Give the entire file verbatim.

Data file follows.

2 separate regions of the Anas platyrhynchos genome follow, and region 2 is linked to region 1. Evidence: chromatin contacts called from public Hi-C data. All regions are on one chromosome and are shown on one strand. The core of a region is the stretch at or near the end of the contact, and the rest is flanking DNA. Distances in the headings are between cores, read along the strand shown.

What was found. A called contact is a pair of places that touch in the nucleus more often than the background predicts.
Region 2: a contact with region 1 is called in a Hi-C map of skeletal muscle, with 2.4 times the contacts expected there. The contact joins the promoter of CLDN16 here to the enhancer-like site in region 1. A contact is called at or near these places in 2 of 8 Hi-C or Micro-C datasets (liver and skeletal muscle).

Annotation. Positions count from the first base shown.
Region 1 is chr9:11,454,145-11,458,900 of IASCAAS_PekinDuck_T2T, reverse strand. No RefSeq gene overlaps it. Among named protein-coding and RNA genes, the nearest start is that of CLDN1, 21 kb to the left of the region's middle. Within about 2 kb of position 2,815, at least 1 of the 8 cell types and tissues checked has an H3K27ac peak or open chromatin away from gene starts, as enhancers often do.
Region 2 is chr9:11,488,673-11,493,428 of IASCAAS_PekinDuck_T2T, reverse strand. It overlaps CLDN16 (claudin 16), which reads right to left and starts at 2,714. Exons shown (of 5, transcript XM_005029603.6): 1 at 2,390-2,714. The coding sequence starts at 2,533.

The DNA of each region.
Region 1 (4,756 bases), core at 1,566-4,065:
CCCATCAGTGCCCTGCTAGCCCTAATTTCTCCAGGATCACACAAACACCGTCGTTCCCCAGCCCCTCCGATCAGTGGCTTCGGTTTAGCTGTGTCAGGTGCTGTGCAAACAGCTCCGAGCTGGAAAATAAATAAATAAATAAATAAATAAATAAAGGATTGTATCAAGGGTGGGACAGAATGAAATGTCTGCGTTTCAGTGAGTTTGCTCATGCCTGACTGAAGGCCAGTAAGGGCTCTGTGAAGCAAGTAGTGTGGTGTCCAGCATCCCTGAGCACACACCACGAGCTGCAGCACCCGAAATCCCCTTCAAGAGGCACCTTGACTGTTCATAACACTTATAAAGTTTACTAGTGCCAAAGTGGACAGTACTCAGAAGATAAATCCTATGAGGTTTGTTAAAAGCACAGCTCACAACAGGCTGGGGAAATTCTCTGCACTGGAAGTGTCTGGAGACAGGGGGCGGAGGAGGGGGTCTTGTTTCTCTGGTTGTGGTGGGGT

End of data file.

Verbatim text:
2 separate regions of the Anas platyrhynchos genome follow, and region 2 is linked to region 1. Evidence: chromatin contacts called from public Hi-C data. All regions are on one chromosome and are shown on one strand. The core of a region is the stretch at or near the end of the contact, and the rest is flanking DNA. Distances in the headings are between cores, read along the strand shown.

What was found. A called contact is a pair of places that touch in the nucleus more often than the background predicts.
Region 2: a contact with region 1 is called in a Hi-C map of skeletal muscle, with 2.4 times the contacts expected there. The contact joins the promoter of CLDN16 here to the enhancer-like site in region 1. A contact is called at or near these places in 2 of 8 Hi-C or Micro-C datasets (liver and skeletal muscle).

Annotation. Positions count from the first base shown.
Region 1 is chr9:11,454,145-11,458,900 of IASCAAS_PekinDuck_T2T, reverse strand. No RefSeq gene overlaps it. Among named protein-coding and RNA genes, the nearest start is that of CLDN1, 21 kb to the left of the region's middle. Within about 2 kb of position 2,815, at least 1 of the 8 cell types and tissues checked has an H3K27ac peak or open chromatin away from gene starts, as enhancers often do.
Region 2 is chr9:11,488,673-11,493,428 of IASCAAS_PekinDuck_T2T, reverse strand. It overlaps CLDN16 (claudin 16), which reads right to left and starts at 2,714. Exons shown (of 5, transcript XM_005029603.6): 1 at 2,390-2,714. The coding sequence starts at 2,533.

The DNA of each region.
Region 1 (4,756 bases), core at 1,566-4,065:
CCCATCAGTGCCCTGCTAGCCCTAATTTCTCCAGGATCACACAAACACCGTCGTTCCCCAGCCCCTCCGATCAGTGGCTTCGGTTTAGCTGTGTCAGGTGCTGTGCAAACAGCTCCGAGCTGGAAAATAAATAAATAAATAAATAAATAAATAAAGGATTGTATCAAGGGTGGGACAGAATGAAATGTCTGCGTTTCAGTGAGTTTGCTCATGCCTGACTGAAGGCCAGTAAGGGCTCTGTGAAGCAAGTAGTGTGGTGTCCAGCATCCCTGAGCACACACCACGAGCTGCAGCACCCGAAATCCCCTTCAAGAGGCACCTTGACTGTTCATAACACTTATAAAGTTTACTAGTGCCAAAGTGGACAGTACTCAGAAGATAAATCCTATGAGGTTTGTTAAAAGCACAGCTCACAACAGGCTGGGGAAATTCTCTGCACTGGAAGTGTCTGGAGACAGGGGGCGGAGGAGGGGGTCTTGTTTCTCTGGTTGTGGTGGGGT